Israeli Border Police finished removing prefabricated structures from the Homesh settler outpost in the northern West Bank on Sunday morning, near the scene where yeshiva student Yehuda Dimentman was murdered on Thursday.
In response to Dimentman's killing, the buildings were erected overnight Thursday near an existing yeshiva in an effort to revive the Homesh settlement, forcibly evacuated by Israel in 2005 as an extension of its Gaza disengagment plan.
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Officers removed settlers from the new structures before the evacuation began. While the yeshiva building remains in place, soldiers blocked entry to the yeshiva Sunday morning.
Students at Homesh yeshiva charged that "instead of destroying the terrorist's house, they decided to destroy the spiritual home of the man murdered."
They further demanded the government recognize the yeshiva in order to "fulfill Yehuda's will" and "bring life back to Homesh," a call echoed by right-wing politicians, including Religious Zionism leader Bezalel Smotrich, at Dimentman's funderal on Friday.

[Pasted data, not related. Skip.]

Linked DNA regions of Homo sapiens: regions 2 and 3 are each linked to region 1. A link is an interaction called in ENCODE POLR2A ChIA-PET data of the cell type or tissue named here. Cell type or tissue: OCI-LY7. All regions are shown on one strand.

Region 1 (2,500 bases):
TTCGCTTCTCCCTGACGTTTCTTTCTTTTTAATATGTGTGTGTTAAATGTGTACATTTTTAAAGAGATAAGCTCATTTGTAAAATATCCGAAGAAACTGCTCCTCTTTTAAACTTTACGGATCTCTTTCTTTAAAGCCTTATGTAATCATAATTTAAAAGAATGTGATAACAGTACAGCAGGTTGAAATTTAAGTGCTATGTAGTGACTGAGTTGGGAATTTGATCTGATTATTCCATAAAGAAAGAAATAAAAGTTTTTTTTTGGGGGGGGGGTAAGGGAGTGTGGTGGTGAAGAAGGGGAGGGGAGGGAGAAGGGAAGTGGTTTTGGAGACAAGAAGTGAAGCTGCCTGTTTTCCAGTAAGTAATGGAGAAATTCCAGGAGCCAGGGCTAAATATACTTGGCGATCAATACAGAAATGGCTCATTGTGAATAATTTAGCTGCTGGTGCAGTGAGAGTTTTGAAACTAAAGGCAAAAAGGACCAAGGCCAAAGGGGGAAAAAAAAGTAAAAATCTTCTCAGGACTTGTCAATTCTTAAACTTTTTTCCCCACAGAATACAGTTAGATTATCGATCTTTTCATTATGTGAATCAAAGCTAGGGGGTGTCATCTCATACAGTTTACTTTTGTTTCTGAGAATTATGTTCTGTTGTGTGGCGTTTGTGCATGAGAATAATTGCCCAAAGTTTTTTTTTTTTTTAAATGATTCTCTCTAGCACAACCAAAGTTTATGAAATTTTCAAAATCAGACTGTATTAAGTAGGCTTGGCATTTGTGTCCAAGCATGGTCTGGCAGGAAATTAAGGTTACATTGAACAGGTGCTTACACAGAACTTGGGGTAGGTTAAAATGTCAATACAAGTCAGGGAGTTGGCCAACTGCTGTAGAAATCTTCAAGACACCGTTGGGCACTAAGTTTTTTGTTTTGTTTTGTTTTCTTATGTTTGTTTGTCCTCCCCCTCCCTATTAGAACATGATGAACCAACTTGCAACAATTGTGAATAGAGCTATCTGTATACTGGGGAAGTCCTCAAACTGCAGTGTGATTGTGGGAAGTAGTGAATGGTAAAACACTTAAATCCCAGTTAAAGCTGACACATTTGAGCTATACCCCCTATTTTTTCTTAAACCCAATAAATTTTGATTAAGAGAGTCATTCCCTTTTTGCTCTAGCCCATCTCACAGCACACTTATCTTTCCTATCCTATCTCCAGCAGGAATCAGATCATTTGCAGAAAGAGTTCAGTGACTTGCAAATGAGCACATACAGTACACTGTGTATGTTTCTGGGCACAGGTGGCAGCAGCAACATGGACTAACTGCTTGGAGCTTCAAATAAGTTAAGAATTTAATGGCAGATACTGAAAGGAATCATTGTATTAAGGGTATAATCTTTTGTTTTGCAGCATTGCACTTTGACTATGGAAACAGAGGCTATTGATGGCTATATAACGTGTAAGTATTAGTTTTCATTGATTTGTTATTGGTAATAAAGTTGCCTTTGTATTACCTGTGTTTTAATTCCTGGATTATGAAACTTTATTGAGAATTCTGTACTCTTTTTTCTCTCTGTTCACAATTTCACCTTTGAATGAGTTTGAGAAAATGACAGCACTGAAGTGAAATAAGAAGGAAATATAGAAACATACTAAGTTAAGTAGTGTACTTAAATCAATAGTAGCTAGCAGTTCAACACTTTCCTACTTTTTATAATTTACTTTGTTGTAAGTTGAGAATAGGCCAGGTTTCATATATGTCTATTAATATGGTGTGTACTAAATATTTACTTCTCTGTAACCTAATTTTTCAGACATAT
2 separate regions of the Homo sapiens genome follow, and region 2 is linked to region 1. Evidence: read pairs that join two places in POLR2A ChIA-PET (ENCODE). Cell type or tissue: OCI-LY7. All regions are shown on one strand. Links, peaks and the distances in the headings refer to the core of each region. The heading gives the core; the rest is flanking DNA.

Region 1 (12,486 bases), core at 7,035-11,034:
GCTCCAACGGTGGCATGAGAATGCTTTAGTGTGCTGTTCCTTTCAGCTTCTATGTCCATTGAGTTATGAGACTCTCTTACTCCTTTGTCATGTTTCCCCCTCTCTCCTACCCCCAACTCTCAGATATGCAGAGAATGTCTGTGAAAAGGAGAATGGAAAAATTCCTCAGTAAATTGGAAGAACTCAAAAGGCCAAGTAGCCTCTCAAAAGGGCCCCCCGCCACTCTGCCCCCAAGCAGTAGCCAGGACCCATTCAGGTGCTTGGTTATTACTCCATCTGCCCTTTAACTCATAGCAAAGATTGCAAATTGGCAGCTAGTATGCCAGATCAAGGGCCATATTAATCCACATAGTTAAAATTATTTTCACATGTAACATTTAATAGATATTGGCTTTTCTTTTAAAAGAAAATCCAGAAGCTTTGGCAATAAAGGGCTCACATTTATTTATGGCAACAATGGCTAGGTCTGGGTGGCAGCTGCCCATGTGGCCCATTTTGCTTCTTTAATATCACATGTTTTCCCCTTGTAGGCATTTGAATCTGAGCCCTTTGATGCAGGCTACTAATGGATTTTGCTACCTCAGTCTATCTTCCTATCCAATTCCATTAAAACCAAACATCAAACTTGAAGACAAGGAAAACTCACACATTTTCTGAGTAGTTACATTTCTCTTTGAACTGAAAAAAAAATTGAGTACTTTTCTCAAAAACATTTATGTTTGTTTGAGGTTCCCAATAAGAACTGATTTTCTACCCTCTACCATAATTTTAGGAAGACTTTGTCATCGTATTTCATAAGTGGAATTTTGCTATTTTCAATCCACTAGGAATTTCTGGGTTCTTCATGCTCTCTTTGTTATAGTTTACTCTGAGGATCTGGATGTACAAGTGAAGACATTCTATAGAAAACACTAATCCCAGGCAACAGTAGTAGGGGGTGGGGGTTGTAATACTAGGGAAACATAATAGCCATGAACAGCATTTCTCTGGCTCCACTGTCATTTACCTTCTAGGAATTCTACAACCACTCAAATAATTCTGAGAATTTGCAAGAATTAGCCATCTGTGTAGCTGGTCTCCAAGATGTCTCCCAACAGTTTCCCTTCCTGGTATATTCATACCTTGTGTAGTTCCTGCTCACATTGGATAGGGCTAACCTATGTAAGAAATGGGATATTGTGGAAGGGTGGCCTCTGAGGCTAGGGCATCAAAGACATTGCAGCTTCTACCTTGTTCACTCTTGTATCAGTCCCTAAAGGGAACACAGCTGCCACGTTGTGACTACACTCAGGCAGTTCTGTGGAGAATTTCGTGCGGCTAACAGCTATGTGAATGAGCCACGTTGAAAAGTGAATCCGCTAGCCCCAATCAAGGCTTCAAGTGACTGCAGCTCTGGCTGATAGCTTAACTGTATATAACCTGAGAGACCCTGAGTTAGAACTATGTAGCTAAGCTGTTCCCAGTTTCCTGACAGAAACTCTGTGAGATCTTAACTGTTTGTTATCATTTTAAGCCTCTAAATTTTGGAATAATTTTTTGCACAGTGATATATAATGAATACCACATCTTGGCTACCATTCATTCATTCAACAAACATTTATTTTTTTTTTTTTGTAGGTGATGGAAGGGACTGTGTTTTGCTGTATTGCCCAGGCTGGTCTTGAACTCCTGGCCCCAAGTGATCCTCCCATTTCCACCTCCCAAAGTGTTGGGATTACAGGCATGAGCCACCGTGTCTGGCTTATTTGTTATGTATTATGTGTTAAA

Despite the settlement's initial evacuation 16 years ago, local settlers often visit the area and operate the yeshiva, which in practice serves as an outpost, with yeshiva students moving between it and the nearby settlement Shavei Shomron.
Dozens of settlers spent the weekend at the outpost, managing to evade the heightened security presence and the Border Police roadblock in order to bring in equipment to put up the buildings.
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According to the Israeli army, clashes broke out at the site between settlers and security forces trying to prevent the passage of building materials.
As a rule, the yeshiva is not guarded by IDF soldiers due to its location among Palestinian villages, far from other settlements, and it is forbidden for Israelis to be present there.
Right-wing WhatsApp groups called for more people to come to the outpost during the seven-day mourning period for Dimentman. A fundraiser following Dimentman’s murder managed to gather 300,000 shekels ($95,602).